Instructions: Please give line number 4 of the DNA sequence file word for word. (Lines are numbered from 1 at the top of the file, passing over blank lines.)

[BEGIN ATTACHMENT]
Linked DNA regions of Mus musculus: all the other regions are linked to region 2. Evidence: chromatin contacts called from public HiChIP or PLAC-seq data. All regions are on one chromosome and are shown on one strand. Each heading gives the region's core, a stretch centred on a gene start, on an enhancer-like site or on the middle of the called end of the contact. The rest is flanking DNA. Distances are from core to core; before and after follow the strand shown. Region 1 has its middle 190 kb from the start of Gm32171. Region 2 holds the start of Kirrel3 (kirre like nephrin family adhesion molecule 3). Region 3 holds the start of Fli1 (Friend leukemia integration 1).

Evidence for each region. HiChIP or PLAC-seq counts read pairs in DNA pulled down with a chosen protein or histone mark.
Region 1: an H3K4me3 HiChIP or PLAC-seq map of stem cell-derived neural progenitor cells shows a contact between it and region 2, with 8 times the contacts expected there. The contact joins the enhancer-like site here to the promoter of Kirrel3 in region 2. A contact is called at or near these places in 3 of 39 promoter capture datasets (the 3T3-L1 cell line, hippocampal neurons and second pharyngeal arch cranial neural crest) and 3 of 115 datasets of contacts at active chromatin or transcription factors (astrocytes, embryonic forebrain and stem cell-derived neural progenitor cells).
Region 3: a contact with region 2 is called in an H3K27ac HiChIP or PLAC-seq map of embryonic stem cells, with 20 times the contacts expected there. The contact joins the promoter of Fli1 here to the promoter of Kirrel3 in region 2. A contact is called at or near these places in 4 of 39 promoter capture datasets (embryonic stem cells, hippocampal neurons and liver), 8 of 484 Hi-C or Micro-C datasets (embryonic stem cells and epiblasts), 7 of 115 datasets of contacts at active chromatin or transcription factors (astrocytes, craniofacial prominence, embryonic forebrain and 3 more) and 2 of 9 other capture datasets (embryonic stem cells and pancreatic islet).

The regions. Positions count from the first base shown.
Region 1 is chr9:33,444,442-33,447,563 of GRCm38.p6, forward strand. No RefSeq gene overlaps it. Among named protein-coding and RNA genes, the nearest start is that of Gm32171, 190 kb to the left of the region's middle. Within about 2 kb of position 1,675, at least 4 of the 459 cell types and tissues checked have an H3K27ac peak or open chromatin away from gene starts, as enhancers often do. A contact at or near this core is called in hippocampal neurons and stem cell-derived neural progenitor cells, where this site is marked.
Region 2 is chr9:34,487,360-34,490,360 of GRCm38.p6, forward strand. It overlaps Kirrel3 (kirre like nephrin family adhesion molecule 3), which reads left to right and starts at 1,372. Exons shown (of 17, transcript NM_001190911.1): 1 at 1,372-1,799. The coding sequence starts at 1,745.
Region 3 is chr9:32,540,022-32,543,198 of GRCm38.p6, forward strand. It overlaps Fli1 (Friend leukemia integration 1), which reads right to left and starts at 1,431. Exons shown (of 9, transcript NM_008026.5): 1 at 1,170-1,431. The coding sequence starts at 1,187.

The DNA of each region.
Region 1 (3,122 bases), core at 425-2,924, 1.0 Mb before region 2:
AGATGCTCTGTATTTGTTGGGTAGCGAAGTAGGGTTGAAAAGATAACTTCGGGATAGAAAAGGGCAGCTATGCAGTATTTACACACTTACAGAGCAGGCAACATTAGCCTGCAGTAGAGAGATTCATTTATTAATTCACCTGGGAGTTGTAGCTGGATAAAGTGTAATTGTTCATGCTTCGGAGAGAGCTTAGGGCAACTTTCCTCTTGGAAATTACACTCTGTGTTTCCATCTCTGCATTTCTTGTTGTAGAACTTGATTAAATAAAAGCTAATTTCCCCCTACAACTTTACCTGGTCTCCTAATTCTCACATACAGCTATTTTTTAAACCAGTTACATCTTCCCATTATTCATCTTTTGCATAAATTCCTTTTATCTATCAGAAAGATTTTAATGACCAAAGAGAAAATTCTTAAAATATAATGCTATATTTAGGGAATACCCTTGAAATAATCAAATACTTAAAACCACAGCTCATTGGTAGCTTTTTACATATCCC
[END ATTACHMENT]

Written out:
Region 3: a contact with region 2 is called in an H3K27ac HiChIP or PLAC-seq map of embryonic stem cells, with 20 times the contacts expected there. The contact joins the promoter of Fli1 here to the promoter of Kirrel3 in region 2. A contact is called at or near these places in 4 of 39 promoter capture datasets (embryonic stem cells, hippocampal neurons and liver), 8 of 484 Hi-C or Micro-C datasets (embryonic stem cells and epiblasts), 7 of 115 datasets of contacts at active chromatin or transcription factors (astrocytes, craniofacial prominence, embryonic forebrain and 3 more) and 2 of 9 other capture datasets (embryonic stem cells and pancreatic islet).